Dysfunction of the body’s internal clock is associated with sleep and anxiety disorders. But in a new study, researchers say they may have found a way to control the internal clock by targeting a protein that regulates it, opening the door to new treatments for such disorders.
The research team, including Thomas Burris, PhD, chair of pharmacological and physiological science at St. Louis University in Missouri, publish their findings in the journal Nature Communications.
Most mammals have an internal clock, or a circadian biological clock. It drives the circadian rhythm that is crucial for physical, mental and behavioral changes over a 24-hour period. Disruption to the circadian rhythm, however, can be detrimental to health, causing sleep disorders and other problems.
According to Burris and colleagues, past research has shown that a protein called REV-ERB plays an important part in regulating the internal clock of mammals. As such, they decided to test how compounds that target this protein affect circadian rhythm.
In their study, the team tested a synthetic drug-like molecule called SR9011 on mice with dysfunctional circadian rhythms that possessed anxious behavior. This molecule, the researchers say, activates the REV-ERB protein.
The team found that the drug increased wakefulness in the mice and reduced REM (rapid eye movement) and slow-wave sleep. What is more, SR9011 was also found to reduce anxiety and reward-seeking behavior.
Burris and colleagues say their findings are interesting, noting that drugs that increase wakefulness usually increase anxiety, while those that reduce anxiety tend to reduce wakefulness. But the researchers note that “the pharmacological proﬁle of REV-ERB agonists and their ability to target the clock appear to be distinct from these pathways.”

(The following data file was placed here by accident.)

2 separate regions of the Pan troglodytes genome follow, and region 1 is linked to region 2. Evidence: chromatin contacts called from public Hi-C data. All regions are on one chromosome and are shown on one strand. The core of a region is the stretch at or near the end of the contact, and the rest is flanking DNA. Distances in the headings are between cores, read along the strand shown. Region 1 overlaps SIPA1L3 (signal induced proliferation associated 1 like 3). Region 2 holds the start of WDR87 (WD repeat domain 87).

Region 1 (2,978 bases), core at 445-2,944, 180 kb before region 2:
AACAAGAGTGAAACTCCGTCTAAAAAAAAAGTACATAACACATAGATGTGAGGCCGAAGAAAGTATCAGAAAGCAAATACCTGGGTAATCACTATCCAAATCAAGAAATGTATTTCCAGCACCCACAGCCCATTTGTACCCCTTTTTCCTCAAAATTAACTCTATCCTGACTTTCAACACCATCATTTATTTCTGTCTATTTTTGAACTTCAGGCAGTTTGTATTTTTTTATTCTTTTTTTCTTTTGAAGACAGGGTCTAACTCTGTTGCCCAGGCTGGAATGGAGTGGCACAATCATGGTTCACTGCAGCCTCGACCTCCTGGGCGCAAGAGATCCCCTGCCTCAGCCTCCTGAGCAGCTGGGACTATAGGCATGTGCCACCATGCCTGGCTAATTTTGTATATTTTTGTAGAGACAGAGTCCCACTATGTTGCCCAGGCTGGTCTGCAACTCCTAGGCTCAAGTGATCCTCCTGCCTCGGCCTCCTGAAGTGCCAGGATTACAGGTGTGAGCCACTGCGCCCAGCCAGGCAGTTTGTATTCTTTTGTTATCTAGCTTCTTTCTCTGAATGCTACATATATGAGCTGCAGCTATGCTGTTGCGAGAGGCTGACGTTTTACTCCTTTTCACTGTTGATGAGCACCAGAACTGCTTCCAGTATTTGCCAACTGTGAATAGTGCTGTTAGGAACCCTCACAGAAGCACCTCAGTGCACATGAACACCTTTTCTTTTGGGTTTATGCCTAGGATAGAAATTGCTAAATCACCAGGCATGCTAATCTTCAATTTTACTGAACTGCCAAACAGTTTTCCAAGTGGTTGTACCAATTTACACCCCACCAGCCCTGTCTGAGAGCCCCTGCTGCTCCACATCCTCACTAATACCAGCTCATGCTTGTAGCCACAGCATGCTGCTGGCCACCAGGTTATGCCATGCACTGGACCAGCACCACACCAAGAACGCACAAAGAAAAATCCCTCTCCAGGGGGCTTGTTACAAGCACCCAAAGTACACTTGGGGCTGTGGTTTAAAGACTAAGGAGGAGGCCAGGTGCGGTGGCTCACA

As such, the team says SR9011 may be effective for the treatment of both sleep and anxiety disorders. It is estimated that around 50-70 million adults in the US have some form of sleep disorder. Anxiety disorders are the most common mental illness in the US, affecting around 40 million adults.
In addition, since SR9011 was found to decrease reward-seeking behavior, the researchers believe the drug could also be effective in treating addiction.
“Drug addiction clearly has a circadian component, and mice with mutations in clock genes – such as Per1, Per2, Clock and Npas2 – have altered responsiveness to the reward associated with cocaine, morphine and/or alcohol,” the researchers explain. “Thus, it is quite reasonable to expect that a small-molecule regulator of the clock would modulate reward-seeking behavior.”
Commenting on their overall findings, the team says:
“With recent chemical biology approaches, it has become possible to target certain components of the clock and begin to investigate whether pharmacological modulation of clock function and the circadian rhythm may offer an approach to treat human disease.
In summary, our data indicate that pharmacological targeting of the clock holds promise for treatment of disorders associated with anxiety and sleep disorders, as well as addiction.”
Burris and colleagues point out, however, that further research is warranted to determine the effectiveness of SR9011 in humans.
Earlier this month, Medical News Today reported on a study by researchers from the University of Missouri School of Medicine, which claimed that alcohol disrupts the body’s internal clock, causing insomnia.